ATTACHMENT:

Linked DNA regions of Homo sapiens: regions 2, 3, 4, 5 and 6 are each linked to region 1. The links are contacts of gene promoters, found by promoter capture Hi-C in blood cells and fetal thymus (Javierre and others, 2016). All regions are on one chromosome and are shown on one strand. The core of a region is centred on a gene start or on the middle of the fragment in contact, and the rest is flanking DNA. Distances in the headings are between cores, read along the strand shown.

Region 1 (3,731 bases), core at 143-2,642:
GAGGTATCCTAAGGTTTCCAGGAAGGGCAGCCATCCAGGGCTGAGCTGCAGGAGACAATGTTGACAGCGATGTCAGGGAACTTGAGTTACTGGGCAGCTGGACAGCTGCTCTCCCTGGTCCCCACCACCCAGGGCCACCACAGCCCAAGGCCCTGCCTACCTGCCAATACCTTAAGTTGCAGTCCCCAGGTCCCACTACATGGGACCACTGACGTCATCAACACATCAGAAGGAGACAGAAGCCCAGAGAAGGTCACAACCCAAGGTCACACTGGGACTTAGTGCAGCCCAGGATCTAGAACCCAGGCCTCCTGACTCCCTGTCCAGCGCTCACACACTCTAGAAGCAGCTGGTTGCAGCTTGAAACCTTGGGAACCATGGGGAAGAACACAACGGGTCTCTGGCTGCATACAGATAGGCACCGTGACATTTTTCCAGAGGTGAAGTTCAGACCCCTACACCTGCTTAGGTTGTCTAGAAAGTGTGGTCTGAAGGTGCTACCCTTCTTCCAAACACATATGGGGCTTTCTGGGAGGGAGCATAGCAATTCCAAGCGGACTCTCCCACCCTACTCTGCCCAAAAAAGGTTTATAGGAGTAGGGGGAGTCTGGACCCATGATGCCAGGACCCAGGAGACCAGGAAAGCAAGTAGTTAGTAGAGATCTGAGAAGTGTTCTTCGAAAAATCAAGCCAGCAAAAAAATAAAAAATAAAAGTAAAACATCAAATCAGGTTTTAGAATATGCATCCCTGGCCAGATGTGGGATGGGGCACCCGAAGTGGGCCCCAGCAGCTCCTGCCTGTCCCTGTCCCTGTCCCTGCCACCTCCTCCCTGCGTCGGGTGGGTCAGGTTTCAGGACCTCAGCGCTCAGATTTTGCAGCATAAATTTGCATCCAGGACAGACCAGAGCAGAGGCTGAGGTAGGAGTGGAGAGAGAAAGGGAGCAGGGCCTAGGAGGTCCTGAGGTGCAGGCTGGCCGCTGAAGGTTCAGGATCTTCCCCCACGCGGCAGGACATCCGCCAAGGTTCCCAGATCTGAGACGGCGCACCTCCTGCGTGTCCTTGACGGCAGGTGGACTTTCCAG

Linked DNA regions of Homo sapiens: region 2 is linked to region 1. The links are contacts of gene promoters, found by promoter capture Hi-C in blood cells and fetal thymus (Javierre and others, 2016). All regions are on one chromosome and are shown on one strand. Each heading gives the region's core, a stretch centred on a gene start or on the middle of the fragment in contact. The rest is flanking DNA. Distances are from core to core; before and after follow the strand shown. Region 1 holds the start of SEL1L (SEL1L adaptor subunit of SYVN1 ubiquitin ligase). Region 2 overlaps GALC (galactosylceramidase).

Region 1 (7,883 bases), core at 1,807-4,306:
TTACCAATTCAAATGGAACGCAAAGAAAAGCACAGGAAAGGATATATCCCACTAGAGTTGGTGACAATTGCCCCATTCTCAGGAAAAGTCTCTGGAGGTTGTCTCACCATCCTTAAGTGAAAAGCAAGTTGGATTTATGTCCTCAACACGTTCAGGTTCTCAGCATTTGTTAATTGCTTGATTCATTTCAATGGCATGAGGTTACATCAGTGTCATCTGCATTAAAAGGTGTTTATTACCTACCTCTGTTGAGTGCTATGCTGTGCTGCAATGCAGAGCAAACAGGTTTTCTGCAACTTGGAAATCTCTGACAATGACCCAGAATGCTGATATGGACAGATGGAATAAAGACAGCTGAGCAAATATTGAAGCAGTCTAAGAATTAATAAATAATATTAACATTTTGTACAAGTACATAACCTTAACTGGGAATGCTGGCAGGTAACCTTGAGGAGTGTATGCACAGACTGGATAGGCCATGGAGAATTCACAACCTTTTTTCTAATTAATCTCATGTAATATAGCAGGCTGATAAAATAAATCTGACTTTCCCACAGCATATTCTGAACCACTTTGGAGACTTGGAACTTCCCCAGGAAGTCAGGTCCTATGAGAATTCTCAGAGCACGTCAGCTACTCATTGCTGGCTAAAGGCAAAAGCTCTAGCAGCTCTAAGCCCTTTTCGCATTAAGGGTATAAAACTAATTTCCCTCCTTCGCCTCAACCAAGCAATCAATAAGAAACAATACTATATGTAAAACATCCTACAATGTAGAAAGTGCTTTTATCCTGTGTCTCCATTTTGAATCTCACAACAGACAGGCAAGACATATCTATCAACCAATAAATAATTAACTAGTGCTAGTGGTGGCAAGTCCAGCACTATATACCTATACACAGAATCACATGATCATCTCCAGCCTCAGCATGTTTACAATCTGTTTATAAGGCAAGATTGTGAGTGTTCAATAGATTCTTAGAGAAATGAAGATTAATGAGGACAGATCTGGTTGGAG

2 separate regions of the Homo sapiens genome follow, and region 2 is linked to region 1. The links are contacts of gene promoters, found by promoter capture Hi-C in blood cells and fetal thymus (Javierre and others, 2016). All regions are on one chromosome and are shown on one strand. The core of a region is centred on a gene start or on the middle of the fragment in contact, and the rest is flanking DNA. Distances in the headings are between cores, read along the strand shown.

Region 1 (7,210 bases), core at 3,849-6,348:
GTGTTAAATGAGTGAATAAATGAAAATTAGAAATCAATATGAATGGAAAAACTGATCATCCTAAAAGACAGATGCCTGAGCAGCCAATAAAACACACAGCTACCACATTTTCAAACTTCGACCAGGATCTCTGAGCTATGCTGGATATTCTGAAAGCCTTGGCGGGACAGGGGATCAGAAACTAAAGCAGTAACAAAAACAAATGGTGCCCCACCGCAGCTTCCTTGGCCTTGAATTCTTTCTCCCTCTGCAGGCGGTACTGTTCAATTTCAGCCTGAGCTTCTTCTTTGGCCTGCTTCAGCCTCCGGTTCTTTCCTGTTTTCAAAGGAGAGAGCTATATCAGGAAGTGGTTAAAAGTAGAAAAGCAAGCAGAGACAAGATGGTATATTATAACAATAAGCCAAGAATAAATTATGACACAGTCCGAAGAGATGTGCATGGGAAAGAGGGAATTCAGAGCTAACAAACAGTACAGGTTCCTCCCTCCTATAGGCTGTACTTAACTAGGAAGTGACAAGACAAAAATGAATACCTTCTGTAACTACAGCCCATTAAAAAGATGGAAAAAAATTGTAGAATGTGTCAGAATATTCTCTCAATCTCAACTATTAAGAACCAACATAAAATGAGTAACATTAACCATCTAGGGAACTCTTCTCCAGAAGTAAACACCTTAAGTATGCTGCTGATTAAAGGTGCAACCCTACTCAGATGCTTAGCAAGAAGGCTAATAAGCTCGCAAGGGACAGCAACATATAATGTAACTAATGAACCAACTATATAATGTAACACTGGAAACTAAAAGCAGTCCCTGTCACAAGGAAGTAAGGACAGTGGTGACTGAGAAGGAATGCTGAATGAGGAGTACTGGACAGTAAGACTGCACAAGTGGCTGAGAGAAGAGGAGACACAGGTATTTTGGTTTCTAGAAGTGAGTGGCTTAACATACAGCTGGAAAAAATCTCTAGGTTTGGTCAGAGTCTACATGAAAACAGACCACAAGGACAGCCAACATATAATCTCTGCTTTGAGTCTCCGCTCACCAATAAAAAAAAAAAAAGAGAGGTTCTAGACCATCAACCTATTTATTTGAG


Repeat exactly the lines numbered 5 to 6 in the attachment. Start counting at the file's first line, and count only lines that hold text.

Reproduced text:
Region 1 (7,883 bases), core at 1,807-4,306:
TTACCAATTCAAATGGAACGCAAAGAAAAGCACAGGAAAGGATATATCCCACTAGAGTTGGTGACAATTGCCCCATTCTCAGGAAAAGTCTCTGGAGGTTGTCTCACCATCCTTAAGTGAAAAGCAAGTTGGATTTATGTCCTCAACACGTTCAGGTTCTCAGCATTTGTTAATTGCTTGATTCATTTCAATGGCATGAGGTTACATCAGTGTCATCTGCATTAAAAGGTGTTTATTACCTACCTCTGTTGAGTGCTATGCTGTGCTGCAATGCAGAGCAAACAGGTTTTCTGCAACTTGGAAATCTCTGACAATGACCCAGAATGCTGATATGGACAGATGGAATAAAGACAGCTGAGCAAATATTGAAGCAGTCTAAGAATTAATAAATAATATTAACATTTTGTACAAGTACATAACCTTAACTGGGAATGCTGGCAGGTAACCTTGAGGAGTGTATGCACAGACTGGATAGGCCATGGAGAATTCACAACCTTTTTTCTAATTAATCTCATGTAATATAGCAGGCTGATAAAATAAATCTGACTTTCCCACAGCATATTCTGAACCACTTTGGAGACTTGGAACTTCCCCAGGAAGTCAGGTCCTATGAGAATTCTCAGAGCACGTCAGCTACTCATTGCTGGCTAAAGGCAAAAGCTCTAGCAGCTCTAAGCCCTTTTCGCATTAAGGGTATAAAACTAATTTCCCTCCTTCGCCTCAACCAAGCAATCAATAAGAAACAATACTATATGTAAAACATCCTACAATGTAGAAAGTGCTTTTATCCTGTGTCTCCATTTTGAATCTCACAACAGACAGGCAAGACATATCTATCAACCAATAAATAATTAACTAGTGCTAGTGGTGGCAAGTCCAGCACTATATACCTATACACAGAATCACATGATCATCTCCAGCCTCAGCATGTTTACAATCTGTTTATAAGGCAAGATTGTGAGTGTTCAATAGATTCTTAGAGAAATGAAGATTAATGAGGACAGATCTGGTTGGAG